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Higher Education – State Universities Rival Ivy League?

When it comes to higher education, it appears it might well be time for students to give greater consideration to public colleges and universities. Three recent articles offer support for state schools, each wondering aloud if an education obtained at one of the elite private colleges is really worth the money?

Carol Hymowitz, writing for the Wall Street Journal, insists that when it comes to earning a degree ‘Any College Will Do.‘ Hymowitz notes the words of some of the nation’s top executives who insist that the “path to the corner office usually starts at state university.”

Leadership Ability
In her piece, Hymowitz notes several very successful individuals who did not even obtain a college diploma. She notes the leaders of several high-tech companies who never completed college: joiBill Gates who quit Harvard to start Microsoft, Michael Dell who quit the University of Texas-Austin to start Dell Computer and Steve Jobs who quit Reed College in Portland, Ore., to work at Atari before founding Apple Computer. None of these individuals ever returned to college to complete a formal degree.

Though those stories are compelling, the general consensus is that such a path is rare. To get to the top, a degree is clearly critical. In fact, nearly two-thirds of the CEOs of the top 500 companies have either an M.B.A., law, or other advanced degree.

But overall, roughly 90% of the CEOs of the top 500 companies received undergraduate degrees from a university other than one of the Ivy League colleges. In a great plug for the University of Wisconsin, more CEOs received their undergraduate degrees from that state college (10 current CEOs) than from Harvard, the Ivy League’s top contributor (nine current CEOs).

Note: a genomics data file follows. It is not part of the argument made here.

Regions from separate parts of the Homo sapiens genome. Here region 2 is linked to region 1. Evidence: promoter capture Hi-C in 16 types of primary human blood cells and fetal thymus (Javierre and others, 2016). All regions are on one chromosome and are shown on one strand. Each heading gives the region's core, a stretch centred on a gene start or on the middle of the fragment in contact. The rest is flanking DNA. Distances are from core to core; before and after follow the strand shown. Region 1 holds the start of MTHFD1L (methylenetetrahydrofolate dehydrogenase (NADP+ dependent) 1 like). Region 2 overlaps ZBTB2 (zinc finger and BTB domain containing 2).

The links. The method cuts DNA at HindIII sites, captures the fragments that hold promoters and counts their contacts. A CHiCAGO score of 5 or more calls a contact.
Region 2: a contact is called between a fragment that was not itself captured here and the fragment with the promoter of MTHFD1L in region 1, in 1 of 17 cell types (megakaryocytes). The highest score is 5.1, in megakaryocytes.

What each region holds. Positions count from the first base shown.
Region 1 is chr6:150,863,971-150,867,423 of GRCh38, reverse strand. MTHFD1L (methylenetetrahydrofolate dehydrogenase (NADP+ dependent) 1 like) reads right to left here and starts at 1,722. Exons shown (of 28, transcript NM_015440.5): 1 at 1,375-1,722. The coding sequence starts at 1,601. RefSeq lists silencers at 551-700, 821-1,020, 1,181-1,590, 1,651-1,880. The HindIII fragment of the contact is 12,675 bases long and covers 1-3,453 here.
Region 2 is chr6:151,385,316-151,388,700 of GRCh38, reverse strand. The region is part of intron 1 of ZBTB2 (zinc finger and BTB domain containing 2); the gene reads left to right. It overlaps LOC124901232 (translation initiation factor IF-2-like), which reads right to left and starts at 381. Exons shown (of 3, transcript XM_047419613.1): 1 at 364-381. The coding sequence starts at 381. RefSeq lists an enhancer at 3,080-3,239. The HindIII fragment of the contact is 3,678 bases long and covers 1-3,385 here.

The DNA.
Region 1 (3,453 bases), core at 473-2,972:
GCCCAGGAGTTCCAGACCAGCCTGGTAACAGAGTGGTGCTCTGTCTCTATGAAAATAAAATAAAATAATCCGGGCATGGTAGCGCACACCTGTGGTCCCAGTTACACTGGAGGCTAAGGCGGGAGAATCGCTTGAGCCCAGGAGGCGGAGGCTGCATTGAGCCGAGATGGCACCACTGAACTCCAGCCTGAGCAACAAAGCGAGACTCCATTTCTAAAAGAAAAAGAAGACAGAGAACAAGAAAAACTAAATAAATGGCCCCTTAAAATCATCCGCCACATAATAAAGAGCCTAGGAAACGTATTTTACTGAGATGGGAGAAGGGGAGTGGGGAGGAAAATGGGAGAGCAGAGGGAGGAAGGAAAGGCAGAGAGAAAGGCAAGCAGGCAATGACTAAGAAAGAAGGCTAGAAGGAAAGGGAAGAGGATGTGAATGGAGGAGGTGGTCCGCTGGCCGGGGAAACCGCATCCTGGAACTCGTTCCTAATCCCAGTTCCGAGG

A partial list of CEOs and their respective schools:

  • Warren Buffett, CEO of Berkshire Hathaway – University of Nebraska-Lincoln.
  • H. Lee Scott , Wal-Mart Stores CEO – Pittsburg State University in Kansas.
  • Paul Otellini, Intel CEO – University of San Francisco.
  • James Sinegal, Costco Wholesale CEO – San Diego City College.
  • Bill Green, CEO of Accenture – Dean College and Babson.
  • Michael Critelli, CEO of Pitney Bowes, University of Wisconsin.

David MakesAdding to the notion that any college will do, these executives, in the position to set the tone for hires, insist they don’t favor job candidates with certain degrees. Having demonstrated themselves that leadership talent and a drive for success is far more important, these CEOs are not looking for potential employees based on securing an undergraduate degree from a prestigious university.

One Interesting Story in the Mix
Bill Green, the CEO of Accenture, represents a very interesting tale. First, the son of a plumber had no intentions to go to college; he simply didn’t think he had the ability to pursue further education. He would ultimately change his mind after visiting friends at Dean College, a two-year community school near Boston.

Green cited a very appealing atmosphere at Dean, one that worked for him.

“… he got help from faculty members who devoted themselves to their students, not ‘doing research and writing books like professors at four-year schools,’ he says. Rather than post student-meeting times on their office doors, they posted their class schedules. ‘All the other time, they were available to any student who needed help,’ says Mr. Green, who worked part-time to pay for part of his tuition.”

The school inspired Green to pursue further study in economics. He went on to Babson College where he would earn his bachelor’s and M.B.A. degrees. But Green insists that Dean was the catalyst, teaching “him to think analytically, to gain confidence in his abilities and to learn to work with people.”

Such a response is contrary to the typical public view, one that sees the education provided by community colleges as somehow of lower quality.